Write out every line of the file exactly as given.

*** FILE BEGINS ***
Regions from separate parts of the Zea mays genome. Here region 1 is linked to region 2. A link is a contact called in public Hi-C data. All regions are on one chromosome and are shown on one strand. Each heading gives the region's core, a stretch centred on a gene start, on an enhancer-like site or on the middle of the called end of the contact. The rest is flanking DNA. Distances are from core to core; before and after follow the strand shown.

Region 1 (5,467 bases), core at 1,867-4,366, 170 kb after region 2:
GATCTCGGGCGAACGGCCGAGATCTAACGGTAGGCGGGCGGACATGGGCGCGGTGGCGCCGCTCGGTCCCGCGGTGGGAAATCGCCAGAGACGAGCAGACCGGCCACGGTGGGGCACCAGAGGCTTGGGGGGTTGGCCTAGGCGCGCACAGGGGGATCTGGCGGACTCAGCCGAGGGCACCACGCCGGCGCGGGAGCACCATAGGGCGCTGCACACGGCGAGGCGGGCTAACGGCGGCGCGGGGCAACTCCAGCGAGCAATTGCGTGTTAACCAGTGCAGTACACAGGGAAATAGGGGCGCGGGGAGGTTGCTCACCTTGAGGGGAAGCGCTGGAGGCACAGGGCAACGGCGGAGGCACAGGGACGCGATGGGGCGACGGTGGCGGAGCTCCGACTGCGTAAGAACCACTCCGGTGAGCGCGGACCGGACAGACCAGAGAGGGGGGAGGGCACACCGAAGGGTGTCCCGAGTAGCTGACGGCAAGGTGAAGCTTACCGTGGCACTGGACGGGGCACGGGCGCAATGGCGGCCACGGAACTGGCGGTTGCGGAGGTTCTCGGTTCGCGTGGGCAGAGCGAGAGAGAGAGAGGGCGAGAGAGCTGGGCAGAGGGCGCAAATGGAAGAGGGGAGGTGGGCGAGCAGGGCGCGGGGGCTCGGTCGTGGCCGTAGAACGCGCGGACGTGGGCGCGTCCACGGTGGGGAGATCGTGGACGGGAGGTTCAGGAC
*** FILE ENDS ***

Regions from separate parts of the Zea mays genome. Here region 1 is linked to region 2. A link is a contact called in public Hi-C data. All regions are on one chromosome and are shown on one strand. Each heading gives the region's core, a stretch centred on a gene start, on an enhancer-like site or on the middle of the called end of the contact. The rest is flanking DNA. Distances are from core to core; before and after follow the strand shown.

Region 1 (5,467 bases), core at 1,867-4,366, 170 kb after region 2:
GATCTCGGGCGAACGGCCGAGATCTAACGGTAGGCGGGCGGACATGGGCGCGGTGGCGCCGCTCGGTCCCGCGGTGGGAAATCGCCAGAGACGAGCAGACCGGCCACGGTGGGGCACCAGAGGCTTGGGGGGTTGGCCTAGGCGCGCACAGGGGGATCTGGCGGACTCAGCCGAGGGCACCACGCCGGCGCGGGAGCACCATAGGGCGCTGCACACGGCGAGGCGGGCTAACGGCGGCGCGGGGCAACTCCAGCGAGCAATTGCGTGTTAACCAGTGCAGTACACAGGGAAATAGGGGCGCGGGGAGGTTGCTCACCTTGAGGGGAAGCGCTGGAGGCACAGGGCAACGGCGGAGGCACAGGGACGCGATGGGGCGACGGTGGCGGAGCTCCGACTGCGTAAGAACCACTCCGGTGAGCGCGGACCGGACAGACCAGAGAGGGGGGAGGGCACACCGAAGGGTGTCCCGAGTAGCTGACGGCAAGGTGAAGCTTACCGTGGCACTGGACGGGGCACGGGCGCAATGGCGGCCACGGAACTGGCGGTTGCGGAGGTTCTCGGTTCGCGTGGGCAGAGCGAGAGAGAGAGAGGGCGAGAGAGCTGGGCAGAGGGCGCAAATGGAAGAGGGGAGGTGGGCGAGCAGGGCGCGGGGGCTCGGTCGTGGCCGTAGAACGCGCGGACGTGGGCGCGTCCACGGTGGGGAGATCGTGGACGGGAGGTTCAGGAC